233230436746927180393035328284490481153041398619700720943077149557439382
    34750528988254439L,62075377226361968890337286609853165704271551096494666
    544033975362265504696870569409265091955693911548812764050925469857560059
    623789287922026078165497542602022607603900854658753038808290787475128940
    694806084715129308978288523742413573494221901565588452667869917019091383
    93125847495825105773132566685269L)

    If you need the square root of two as a rational number with an error of
    less than 1 in 2**-2000, I think this is a reasonable approach. As for
    speed, this is quite decently usable in an interactive session in my
    cheap and cheerful Mac iBook 12" portable (not the latest model, which
    is quite a bit faster, much less the "professional" Powerbooks -- I'm
    talking about an ageing, though good-quality, consumer-class machine!).

    gmpy (or to be more precise the underlying GMP library) runs optimally
    on AMD Athlon 32-bit processors, which happen to be dirt cheap these
    days, so a cleverly-purchased 300-dollars desktop Linux PC using such an
    Athlon chip would no doubt let you use way more than these humble couple
    thousand bits for such interactive computations while maintaining a
    perfectly acceptable interactive response time.


    Alex
  • Heiko Wundram at Sep 20, 2004 at 9:07 am

    Am Sonntag, 19. September 2004 19:41 schrieb Alex Martelli:
    gmpy (or to be more precise the underlying GMP library) runs optimally
    on AMD Athlon 32-bit processors, which happen to be dirt cheap these
    days, so a cleverly-purchased 300-dollars desktop Linux PC using such an
    Athlon chip would no doubt let you use way more than these humble couple
    thousand bits for such interactive computations while maintaining a
    perfectly acceptable interactive response time.
    But still, no algorithm implemented in software will ever beat the
    FADD/FMUL/FDIV/FPOW/FSIN/FCOS etc. instructions in runtime, that was my
    point... And error calculation is always possible, so that you can give
    bounds to your result, even when using normal floating point arithmetic. And,
    even when using GMPy, you have to know about the underlying limitations of
    binary floating point so that you can reorganize your code if need be to add
    precision (because one calculation might be much less precise if done in some
    way than in another).

    Heiko.
  • Alex Martelli at Sep 20, 2004 at 11:57 am

    Heiko Wundram wrote:

    Am Sonntag, 19. September 2004 19:41 schrieb Alex Martelli:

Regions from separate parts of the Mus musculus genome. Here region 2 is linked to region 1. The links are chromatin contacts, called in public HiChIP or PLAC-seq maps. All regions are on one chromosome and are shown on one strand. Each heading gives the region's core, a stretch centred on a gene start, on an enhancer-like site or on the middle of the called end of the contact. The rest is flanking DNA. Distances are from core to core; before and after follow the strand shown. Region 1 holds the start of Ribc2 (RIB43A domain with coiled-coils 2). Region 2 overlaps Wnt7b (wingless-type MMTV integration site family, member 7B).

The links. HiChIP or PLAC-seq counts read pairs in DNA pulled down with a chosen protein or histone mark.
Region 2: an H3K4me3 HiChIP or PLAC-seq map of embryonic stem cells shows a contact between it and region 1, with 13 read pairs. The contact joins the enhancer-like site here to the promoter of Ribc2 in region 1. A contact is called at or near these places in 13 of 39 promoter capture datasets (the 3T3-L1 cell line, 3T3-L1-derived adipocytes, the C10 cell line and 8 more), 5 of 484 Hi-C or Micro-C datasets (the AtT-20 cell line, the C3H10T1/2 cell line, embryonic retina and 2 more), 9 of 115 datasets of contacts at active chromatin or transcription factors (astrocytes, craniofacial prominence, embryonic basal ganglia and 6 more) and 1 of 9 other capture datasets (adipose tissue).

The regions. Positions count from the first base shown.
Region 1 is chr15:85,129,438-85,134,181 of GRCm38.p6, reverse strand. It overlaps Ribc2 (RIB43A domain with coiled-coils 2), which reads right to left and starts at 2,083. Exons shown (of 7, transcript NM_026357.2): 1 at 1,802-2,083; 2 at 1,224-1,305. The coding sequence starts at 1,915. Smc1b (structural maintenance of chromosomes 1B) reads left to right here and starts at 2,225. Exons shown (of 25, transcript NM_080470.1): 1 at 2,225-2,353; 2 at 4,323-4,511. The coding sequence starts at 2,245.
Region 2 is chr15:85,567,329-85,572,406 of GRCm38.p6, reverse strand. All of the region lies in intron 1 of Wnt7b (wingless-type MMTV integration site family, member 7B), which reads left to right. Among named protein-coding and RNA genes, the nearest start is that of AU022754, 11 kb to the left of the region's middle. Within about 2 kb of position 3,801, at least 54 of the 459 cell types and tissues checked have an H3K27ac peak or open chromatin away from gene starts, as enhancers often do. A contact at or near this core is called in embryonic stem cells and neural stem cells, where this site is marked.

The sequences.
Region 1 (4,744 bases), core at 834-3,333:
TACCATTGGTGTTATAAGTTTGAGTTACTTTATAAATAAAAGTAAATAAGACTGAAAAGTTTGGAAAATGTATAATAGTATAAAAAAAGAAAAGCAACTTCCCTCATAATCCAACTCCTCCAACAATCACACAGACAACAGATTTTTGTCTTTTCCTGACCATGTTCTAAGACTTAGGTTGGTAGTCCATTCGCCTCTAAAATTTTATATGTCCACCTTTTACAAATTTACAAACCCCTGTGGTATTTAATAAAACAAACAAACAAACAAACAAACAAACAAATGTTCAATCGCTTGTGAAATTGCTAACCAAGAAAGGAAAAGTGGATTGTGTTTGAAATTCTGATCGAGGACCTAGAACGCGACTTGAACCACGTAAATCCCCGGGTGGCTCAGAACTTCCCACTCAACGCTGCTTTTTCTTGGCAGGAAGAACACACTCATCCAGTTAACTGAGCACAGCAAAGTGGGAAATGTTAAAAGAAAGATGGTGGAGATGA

gmpy (or to be more precise the underlying GMP library) runs optimally
    on AMD Athlon 32-bit processors, which happen to be dirt cheap these
    days, so a cleverly-purchased 300-dollars desktop Linux PC using such an
    Athlon chip would no doubt let you use way more than these humble couple
    thousand bits for such interactive computations while maintaining a
    perfectly acceptable interactive response time.
    But still, no algorithm implemented in software will ever beat the
    FADD/FMUL/FDIV/FPOW/FSIN/FCOS etc. instructions in runtime, that was my
    Yep, the hardware would have to be designed in a very lousy way for its
    instructions to run slower than software running on the same CPU;-).

    If you're not using some "vectorized" package such as Numeric or
    numarray, though, it's unlikely that you care about speed -- and if you
    _are_ using Numeric or numarray, it doesn't matter to you what type
    Python itself uses for some literal such as 3.17292 -- it only matters
    (speedwise) what your computational package is using (single precision,
    double precision, whatever).
    point... And error calculation is always possible, so that you can give
    bounds to your result, even when using normal floating point arithmetic. And,
    Sure! Your problems come when the bounds you compute are not good
    enough for your purposes (given how deucedly loose error-interval
    computations tend to be, that's going to happen more often than actual
    accuracy loss in your computations... try an interval-arithmetic package
    some day, to see what I mean...).
    even when using GMPy, you have to know about the underlying limitations of
    binary floating point so that you can reorganize your code if need be to add
    precision (because one calculation might be much less precise if done in some
    way than in another).
    Sure. Throwing more precision at a badly analyzed and structured
    algorithm is putting a band-aid on a wound. I _have_ taught numeric
    analysis to undergrads and nobody could have passed my course unless
    they had learned to quote that "party line" back at me, obviously.

    In the real world, the band-aid stops the blood loss often enough that
    few practising engineers and scientists are seriously motivated to
    remember and apply all they've learned in their numeric analysis courses
    (assuming they HAVE taken some: believe it or not, it IS quite possible
    to get a degree in engineering, physics, etc, in most places, without
    even getting ONE course in numeric analysis! the university where I
    taught was an exception only for _some_ of the degrees they granted --
    you couldn't graduate in _materials_ engineering without that course,
    for example, but you COULD graduate in _buildings_ engineering while